Death of Florida doctor weeks after receiving COVID vaccine sparks investigation

The New York Daily News:

Michael’s wife, Heidi Neckelmann, said in a Facebook post that her husband sought out treatment just three days after getting inoculated. At the time he’d grown concerned over a series of dots on his skin that would typically indicate internal bleeding.

The death of a Florida doctor, who suffered a hemorrhagic stroke just weeks after receiving the COVID-19 vaccine, has triggered an investigation.

It’s not yet clear if Dr. Gregory Michael’s death on Monday was linked to the jab, which he received on Dec. 18.

Darren Caprara, the Director of Operations for the Miami-Dade Medical Examiner’s office, said local investigators are working with the Florida Department of Health and the US Centers for Disease Control and Prevention to determine whether or not the coronavirus vaccine caused his lack of platelets, which ultimately resulted in a fatal stroke.

Michael, an OB-GYN at Mount Sinai Medical Center in Miami Beach, was 56.

The CDC in an emailed statement to CNN on Wednesday said it “is aware of a reported death in Florida of an individual who received the Pfizer-BioNTech COVID-19 vaccine about two weeks before passing away.”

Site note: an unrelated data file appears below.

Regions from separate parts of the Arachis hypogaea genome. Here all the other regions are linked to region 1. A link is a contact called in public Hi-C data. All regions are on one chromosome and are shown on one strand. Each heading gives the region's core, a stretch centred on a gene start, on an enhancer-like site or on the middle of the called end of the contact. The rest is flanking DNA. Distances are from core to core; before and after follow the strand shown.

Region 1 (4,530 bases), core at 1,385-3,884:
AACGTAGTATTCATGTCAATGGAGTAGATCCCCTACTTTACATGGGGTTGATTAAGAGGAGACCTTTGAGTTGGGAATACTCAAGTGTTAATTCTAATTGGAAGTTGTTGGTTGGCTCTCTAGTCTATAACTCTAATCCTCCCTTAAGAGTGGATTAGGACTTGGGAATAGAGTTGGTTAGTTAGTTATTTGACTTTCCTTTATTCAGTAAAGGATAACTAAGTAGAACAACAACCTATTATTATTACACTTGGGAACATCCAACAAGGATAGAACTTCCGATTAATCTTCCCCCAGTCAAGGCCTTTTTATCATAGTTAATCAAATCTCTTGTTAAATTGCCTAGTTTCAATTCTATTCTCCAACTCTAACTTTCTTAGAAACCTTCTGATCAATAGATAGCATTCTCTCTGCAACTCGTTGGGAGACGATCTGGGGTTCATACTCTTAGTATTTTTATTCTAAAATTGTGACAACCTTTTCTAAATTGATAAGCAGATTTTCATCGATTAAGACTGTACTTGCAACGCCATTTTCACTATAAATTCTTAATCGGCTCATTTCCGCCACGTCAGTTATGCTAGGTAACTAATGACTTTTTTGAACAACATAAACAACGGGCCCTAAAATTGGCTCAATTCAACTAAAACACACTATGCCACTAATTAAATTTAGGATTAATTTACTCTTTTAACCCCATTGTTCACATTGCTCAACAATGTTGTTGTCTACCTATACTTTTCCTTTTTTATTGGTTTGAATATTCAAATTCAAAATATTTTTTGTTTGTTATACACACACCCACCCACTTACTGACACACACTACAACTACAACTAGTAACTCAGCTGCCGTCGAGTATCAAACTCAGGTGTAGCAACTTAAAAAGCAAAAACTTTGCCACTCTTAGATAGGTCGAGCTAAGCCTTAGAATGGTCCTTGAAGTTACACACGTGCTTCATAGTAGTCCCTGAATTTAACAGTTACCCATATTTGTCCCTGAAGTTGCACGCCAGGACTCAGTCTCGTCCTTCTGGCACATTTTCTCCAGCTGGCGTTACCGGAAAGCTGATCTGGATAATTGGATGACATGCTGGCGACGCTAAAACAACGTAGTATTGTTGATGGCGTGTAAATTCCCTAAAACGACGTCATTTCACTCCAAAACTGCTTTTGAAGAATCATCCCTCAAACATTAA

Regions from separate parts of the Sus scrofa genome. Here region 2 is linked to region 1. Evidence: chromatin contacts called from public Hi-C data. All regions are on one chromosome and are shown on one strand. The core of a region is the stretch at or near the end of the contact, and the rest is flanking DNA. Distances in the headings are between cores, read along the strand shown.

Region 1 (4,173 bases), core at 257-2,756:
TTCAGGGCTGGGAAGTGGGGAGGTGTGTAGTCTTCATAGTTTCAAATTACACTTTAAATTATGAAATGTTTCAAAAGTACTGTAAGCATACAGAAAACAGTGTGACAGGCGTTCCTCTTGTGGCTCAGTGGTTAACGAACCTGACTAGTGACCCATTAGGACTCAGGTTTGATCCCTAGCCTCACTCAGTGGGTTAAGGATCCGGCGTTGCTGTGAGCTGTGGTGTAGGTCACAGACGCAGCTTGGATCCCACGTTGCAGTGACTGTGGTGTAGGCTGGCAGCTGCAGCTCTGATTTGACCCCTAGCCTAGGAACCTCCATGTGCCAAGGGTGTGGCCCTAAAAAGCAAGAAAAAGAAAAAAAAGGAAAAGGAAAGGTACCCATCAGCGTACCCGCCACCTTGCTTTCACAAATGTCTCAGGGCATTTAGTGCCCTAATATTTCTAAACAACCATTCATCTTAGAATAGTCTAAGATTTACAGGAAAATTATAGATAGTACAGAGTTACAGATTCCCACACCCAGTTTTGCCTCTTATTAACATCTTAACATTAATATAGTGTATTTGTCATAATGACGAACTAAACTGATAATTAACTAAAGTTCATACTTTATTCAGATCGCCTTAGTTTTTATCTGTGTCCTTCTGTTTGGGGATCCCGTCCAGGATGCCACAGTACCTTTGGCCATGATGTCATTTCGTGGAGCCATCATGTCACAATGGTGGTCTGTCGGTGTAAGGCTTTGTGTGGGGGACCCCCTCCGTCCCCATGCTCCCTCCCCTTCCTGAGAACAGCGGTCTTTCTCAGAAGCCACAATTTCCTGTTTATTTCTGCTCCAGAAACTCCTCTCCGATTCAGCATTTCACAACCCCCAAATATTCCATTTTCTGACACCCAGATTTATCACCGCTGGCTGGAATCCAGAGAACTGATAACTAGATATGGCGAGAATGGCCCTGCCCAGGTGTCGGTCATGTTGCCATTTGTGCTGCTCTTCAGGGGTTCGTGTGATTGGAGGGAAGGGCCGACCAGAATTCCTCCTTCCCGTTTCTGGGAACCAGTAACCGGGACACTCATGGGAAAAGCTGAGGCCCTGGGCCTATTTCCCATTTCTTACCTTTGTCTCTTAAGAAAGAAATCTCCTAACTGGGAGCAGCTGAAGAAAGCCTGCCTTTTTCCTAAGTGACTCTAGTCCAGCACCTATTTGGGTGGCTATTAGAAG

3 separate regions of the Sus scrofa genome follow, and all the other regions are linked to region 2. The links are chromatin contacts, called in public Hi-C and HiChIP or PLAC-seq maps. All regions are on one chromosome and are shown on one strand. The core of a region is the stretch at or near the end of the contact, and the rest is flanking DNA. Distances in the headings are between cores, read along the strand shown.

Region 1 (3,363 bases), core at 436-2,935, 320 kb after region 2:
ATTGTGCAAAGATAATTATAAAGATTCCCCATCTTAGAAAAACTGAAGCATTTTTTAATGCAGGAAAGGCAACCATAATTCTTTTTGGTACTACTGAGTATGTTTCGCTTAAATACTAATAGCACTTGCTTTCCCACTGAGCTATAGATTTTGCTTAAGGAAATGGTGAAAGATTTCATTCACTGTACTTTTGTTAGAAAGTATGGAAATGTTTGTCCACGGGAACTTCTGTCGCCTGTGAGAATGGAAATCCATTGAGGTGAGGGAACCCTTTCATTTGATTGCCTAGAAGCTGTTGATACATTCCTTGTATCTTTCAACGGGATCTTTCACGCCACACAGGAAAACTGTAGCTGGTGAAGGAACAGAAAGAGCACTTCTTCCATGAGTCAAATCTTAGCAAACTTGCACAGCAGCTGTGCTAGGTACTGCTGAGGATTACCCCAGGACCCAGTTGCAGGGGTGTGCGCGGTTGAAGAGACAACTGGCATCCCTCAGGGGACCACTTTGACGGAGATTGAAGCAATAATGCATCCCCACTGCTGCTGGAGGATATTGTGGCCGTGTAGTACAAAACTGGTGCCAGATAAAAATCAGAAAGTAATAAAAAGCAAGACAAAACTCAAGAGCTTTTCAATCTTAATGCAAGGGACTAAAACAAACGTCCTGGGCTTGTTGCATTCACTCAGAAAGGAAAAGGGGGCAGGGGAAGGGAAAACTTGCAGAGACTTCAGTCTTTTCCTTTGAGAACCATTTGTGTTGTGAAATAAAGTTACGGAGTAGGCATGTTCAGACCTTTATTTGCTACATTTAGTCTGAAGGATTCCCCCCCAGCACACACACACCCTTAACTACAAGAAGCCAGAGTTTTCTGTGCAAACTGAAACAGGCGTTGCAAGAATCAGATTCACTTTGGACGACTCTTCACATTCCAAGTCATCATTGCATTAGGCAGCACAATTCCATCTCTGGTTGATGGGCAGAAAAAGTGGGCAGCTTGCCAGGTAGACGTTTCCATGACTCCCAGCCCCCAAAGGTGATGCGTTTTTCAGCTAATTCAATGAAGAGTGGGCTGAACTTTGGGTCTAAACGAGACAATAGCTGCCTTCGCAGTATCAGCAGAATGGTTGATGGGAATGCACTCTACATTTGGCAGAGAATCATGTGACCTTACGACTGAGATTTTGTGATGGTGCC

Michael’s wife, Heidi Neckelmann, said in a Facebook post that her husband sought out treatment just three days after getting inoculated. At the time he’d grown concerned over a series of dots on his skin that would typically indicate internal bleeding.

She said a team of doctors for weeks worked to bring Michael’s platelet count back up, but were ultimately unsuccessful.

“He was a very healthy 56 year old, loved by everyone in the community delivered hundreds of healthy babies and worked tireless through the pandemic,” Neckelmann wrote.

Pfizer, which developed the vaccine alongside German partner BioNTech, in a statement to USA Today said it was also aware of Michael’s death, but stopped short of blaming the coronavirus treatment.

“We are actively investigating this case, but we don’t believe at this time that there is any direct connection to the vaccine,” the New York-based drugmaker said.

More at the New York Daily News

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